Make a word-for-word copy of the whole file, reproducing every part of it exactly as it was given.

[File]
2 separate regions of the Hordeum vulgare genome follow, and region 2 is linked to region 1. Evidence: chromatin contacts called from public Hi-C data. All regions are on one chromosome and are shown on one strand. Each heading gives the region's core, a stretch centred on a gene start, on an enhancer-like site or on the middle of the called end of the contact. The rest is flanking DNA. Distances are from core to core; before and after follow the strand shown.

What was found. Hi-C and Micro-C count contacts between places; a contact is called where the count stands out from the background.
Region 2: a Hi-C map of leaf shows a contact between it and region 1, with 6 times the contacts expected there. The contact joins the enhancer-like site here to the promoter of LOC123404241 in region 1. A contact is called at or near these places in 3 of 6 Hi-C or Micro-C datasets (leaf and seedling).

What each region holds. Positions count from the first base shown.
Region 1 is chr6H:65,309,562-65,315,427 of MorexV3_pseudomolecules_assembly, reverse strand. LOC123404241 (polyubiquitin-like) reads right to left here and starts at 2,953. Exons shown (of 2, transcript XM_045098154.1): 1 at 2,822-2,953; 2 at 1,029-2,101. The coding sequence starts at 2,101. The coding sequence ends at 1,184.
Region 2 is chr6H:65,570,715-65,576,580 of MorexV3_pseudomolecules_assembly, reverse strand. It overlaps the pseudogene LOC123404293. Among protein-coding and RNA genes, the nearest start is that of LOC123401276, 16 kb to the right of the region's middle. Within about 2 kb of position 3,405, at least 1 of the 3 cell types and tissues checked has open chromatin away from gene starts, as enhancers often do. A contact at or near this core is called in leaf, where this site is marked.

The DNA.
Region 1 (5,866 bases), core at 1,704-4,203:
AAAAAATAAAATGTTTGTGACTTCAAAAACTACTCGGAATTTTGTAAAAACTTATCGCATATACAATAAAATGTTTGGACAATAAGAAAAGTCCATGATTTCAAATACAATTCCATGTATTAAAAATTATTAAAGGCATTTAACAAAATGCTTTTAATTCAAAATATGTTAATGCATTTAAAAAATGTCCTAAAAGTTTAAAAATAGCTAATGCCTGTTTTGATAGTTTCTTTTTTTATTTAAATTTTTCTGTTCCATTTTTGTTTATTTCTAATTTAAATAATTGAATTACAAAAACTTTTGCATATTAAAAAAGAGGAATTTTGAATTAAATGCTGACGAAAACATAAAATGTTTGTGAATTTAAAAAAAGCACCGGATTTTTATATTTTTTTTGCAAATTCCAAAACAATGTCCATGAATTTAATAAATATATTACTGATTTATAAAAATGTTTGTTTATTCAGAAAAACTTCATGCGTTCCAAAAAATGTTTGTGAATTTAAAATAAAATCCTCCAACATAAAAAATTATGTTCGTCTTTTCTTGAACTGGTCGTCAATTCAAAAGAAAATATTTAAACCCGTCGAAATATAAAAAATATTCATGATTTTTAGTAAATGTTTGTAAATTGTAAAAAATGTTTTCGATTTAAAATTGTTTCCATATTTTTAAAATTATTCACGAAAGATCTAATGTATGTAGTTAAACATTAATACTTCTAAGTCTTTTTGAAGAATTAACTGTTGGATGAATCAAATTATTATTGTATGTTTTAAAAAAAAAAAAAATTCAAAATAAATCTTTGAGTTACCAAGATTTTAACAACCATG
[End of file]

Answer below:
2 separate regions of the Hordeum vulgare genome follow, and region 2 is linked to region 1. Evidence: chromatin contacts called from public Hi-C data. All regions are on one chromosome and are shown on one strand. Each heading gives the region's core, a stretch centred on a gene start, on an enhancer-like site or on the middle of the called end of the contact. The rest is flanking DNA. Distances are from core to core; before and after follow the strand shown.

What was found. Hi-C and Micro-C count contacts between places; a contact is called where the count stands out from the background.
Region 2: a Hi-C map of leaf shows a contact between it and region 1, with 6 times the contacts expected there. The contact joins the enhancer-like site here to the promoter of LOC123404241 in region 1. A contact is called at or near these places in 3 of 6 Hi-C or Micro-C datasets (leaf and seedling).

What each region holds. Positions count from the first base shown.
Region 1 is chr6H:65,309,562-65,315,427 of MorexV3_pseudomolecules_assembly, reverse strand. LOC123404241 (polyubiquitin-like) reads right to left here and starts at 2,953. Exons shown (of 2, transcript XM_045098154.1): 1 at 2,822-2,953; 2 at 1,029-2,101. The coding sequence starts at 2,101. The coding sequence ends at 1,184.
Region 2 is chr6H:65,570,715-65,576,580 of MorexV3_pseudomolecules_assembly, reverse strand. It overlaps the pseudogene LOC123404293. Among protein-coding and RNA genes, the nearest start is that of LOC123401276, 16 kb to the right of the region's middle. Within about 2 kb of position 3,405, at least 1 of the 3 cell types and tissues checked has open chromatin away from gene starts, as enhancers often do. A contact at or near this core is called in leaf, where this site is marked.

The DNA.
Region 1 (5,866 bases), core at 1,704-4,203:
AAAAAATAAAATGTTTGTGACTTCAAAAACTACTCGGAATTTTGTAAAAACTTATCGCATATACAATAAAATGTTTGGACAATAAGAAAAGTCCATGATTTCAAATACAATTCCATGTATTAAAAATTATTAAAGGCATTTAACAAAATGCTTTTAATTCAAAATATGTTAATGCATTTAAAAAATGTCCTAAAAGTTTAAAAATAGCTAATGCCTGTTTTGATAGTTTCTTTTTTTATTTAAATTTTTCTGTTCCATTTTTGTTTATTTCTAATTTAAATAATTGAATTACAAAAACTTTTGCATATTAAAAAAGAGGAATTTTGAATTAAATGCTGACGAAAACATAAAATGTTTGTGAATTTAAAAAAAGCACCGGATTTTTATATTTTTTTTGCAAATTCCAAAACAATGTCCATGAATTTAATAAATATATTACTGATTTATAAAAATGTTTGTTTATTCAGAAAAACTTCATGCGTTCCAAAAAATGTTTGTGAATTTAAAATAAAATCCTCCAACATAAAAAATTATGTTCGTCTTTTCTTGAACTGGTCGTCAATTCAAAAGAAAATATTTAAACCCGTCGAAATATAAAAAATATTCATGATTTTTAGTAAATGTTTGTAAATTGTAAAAAATGTTTTCGATTTAAAATTGTTTCCATATTTTTAAAATTATTCACGAAAGATCTAATGTATGTAGTTAAACATTAATACTTCTAAGTCTTTTTGAAGAATTAACTGTTGGATGAATCAAATTATTATTGTATGTTTTAAAAAAAAAAAAAATTCAAAATAAATCTTTGAGTTACCAAGATTTTAACAACCATG